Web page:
Platelet-rich plasma (PRP) is defined as a volume of plasma with a platelet concentration higher than the average in peripheral blood. Many basic, preclinical and even clinical case studies and trials report PRP's ability to improve musculoskeletal conditions including osteoarthritis, but paradoxically, just as many conclude it has no effect. The purpose of this narrative review is to discuss the available relevant evidence that supports the clinical use of PRP in osteoarthritis, highlighting those variables we perceive as critical. Here, recent systematic reviews and meta-analyses were used to identify the latest randomized controlled trials (RCTs) testing a PRP product as an intra-articular treatment for knee osteoarthritis, compared with an intra-articular control (mostly hyaluronic acid). Conclusions in the identified RCTs are examined and compared. In total, five recent meta-analyses and systematic reviews were found meeting the above criteria. A total of 19 individual trials were identified in the five reviews but only 9 were level of evidence I RCTs, and many had moderate or high risks of bias. At present, results from these RCTs seem to favor PRP use over other intra-articular treatments to improve pain scales in the short and medium term (6-12 months), but the overall level of evidence is low. As a result, clinical effectiveness of PRP for knee osteoarthritis treatment is still under debate. This is, prominently, the result of a lack of standardization of PRP products, scarceness of high quality RCTs not showing high risks of bias, and poor patient stratification for inclusion in the RCTs.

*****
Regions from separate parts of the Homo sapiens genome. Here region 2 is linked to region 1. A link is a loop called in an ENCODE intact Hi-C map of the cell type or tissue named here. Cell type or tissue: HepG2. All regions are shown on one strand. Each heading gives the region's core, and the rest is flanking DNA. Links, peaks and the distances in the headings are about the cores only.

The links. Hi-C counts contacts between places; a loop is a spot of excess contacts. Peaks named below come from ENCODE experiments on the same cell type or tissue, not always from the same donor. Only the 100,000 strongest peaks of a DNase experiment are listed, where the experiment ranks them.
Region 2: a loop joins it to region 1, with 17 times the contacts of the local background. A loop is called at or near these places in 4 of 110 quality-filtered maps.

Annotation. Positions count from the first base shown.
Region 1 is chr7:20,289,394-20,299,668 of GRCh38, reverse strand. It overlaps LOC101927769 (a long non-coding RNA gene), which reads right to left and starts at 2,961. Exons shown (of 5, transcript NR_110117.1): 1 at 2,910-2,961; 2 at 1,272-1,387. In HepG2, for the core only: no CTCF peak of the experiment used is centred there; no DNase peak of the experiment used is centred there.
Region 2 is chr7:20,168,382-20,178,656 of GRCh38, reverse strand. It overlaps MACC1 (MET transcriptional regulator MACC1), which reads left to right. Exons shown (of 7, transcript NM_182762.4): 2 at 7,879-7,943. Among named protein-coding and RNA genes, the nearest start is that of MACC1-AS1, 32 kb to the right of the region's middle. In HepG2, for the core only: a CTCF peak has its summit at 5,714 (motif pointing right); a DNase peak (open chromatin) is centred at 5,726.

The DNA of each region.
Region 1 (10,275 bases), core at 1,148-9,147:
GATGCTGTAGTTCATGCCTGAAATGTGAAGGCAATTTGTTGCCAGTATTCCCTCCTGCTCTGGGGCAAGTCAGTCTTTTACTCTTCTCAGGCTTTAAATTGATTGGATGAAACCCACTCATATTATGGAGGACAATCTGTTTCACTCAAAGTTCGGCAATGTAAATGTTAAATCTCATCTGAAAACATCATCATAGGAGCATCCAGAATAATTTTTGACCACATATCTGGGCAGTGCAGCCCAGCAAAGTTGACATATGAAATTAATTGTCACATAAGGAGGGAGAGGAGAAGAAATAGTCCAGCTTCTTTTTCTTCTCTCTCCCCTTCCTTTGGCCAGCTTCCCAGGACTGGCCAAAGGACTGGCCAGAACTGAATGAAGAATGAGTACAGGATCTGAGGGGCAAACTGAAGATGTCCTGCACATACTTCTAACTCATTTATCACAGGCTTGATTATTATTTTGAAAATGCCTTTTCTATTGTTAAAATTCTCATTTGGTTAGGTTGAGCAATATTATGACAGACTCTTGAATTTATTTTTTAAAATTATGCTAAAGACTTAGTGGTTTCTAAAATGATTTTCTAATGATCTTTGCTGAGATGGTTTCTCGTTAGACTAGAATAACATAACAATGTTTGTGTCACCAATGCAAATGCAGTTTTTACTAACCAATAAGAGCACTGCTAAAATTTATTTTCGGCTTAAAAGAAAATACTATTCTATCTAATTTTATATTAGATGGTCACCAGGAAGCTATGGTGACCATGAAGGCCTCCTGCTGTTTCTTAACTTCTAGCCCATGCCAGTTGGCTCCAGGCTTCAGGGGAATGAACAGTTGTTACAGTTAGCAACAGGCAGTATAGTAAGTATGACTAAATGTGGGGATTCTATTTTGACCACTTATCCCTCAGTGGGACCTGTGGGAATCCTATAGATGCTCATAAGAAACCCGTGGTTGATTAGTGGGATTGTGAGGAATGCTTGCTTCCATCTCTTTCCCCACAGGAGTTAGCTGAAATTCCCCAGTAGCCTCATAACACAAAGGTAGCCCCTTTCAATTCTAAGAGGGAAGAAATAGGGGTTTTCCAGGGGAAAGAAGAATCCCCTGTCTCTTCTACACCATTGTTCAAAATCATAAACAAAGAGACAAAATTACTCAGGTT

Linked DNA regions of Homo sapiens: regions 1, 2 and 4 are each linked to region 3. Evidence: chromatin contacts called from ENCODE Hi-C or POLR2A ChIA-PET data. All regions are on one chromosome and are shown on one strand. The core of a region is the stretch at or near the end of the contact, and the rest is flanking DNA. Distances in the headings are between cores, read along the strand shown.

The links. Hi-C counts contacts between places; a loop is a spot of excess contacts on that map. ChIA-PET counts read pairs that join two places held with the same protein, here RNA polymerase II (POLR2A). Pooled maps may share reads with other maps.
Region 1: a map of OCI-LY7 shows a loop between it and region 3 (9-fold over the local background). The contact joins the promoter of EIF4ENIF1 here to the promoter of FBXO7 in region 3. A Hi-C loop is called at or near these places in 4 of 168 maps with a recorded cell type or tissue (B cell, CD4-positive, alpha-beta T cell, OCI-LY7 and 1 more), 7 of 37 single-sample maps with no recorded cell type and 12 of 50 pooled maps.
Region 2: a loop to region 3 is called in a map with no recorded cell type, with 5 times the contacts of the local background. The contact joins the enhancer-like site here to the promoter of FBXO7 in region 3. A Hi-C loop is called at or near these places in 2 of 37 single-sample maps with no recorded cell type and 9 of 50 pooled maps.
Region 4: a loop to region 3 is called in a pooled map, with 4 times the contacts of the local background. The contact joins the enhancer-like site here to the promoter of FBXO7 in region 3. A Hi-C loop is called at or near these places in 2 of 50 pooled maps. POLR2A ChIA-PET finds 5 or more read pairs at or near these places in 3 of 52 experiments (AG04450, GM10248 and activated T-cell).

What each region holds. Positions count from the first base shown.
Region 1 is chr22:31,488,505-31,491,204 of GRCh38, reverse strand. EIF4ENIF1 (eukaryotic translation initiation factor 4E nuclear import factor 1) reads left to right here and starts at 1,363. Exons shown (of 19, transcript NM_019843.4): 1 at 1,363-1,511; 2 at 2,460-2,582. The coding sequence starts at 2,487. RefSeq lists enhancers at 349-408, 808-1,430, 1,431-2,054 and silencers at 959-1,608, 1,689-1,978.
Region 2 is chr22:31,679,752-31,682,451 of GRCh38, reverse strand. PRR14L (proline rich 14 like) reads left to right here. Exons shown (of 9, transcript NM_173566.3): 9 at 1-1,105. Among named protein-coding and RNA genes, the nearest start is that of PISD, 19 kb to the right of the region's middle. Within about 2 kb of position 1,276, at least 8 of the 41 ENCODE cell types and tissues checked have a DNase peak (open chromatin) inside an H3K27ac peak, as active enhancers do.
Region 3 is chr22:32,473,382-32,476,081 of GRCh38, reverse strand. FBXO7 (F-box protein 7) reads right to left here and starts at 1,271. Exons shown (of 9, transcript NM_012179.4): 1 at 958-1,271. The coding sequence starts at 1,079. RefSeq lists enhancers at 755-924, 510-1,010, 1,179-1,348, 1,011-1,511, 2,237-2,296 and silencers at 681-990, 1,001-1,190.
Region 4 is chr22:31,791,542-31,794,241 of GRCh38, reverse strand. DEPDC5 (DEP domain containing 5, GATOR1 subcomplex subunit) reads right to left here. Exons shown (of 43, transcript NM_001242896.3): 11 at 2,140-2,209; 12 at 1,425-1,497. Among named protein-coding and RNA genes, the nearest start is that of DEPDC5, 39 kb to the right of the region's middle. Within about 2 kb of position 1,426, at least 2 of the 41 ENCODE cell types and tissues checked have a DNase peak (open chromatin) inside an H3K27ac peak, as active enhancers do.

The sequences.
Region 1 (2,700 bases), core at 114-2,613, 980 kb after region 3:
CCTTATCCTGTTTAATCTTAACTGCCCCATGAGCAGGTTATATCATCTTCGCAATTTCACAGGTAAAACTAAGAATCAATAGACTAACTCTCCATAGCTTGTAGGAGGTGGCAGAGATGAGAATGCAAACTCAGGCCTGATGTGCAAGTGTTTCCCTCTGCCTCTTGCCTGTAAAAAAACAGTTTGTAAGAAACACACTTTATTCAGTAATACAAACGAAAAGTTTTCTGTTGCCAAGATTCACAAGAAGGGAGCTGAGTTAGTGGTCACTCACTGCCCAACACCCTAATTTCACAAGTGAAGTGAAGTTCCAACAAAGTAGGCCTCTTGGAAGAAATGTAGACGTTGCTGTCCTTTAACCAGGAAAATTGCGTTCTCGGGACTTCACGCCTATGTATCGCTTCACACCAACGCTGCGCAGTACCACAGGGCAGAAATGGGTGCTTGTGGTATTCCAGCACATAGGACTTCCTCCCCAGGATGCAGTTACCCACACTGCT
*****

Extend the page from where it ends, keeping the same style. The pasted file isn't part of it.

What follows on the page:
Keywords: allogenic products; anti-inflammatory intra-articular therapies; clinical evidence; clinical trials; knee osteoarthritis; patient stratification; platelet-rich plasma.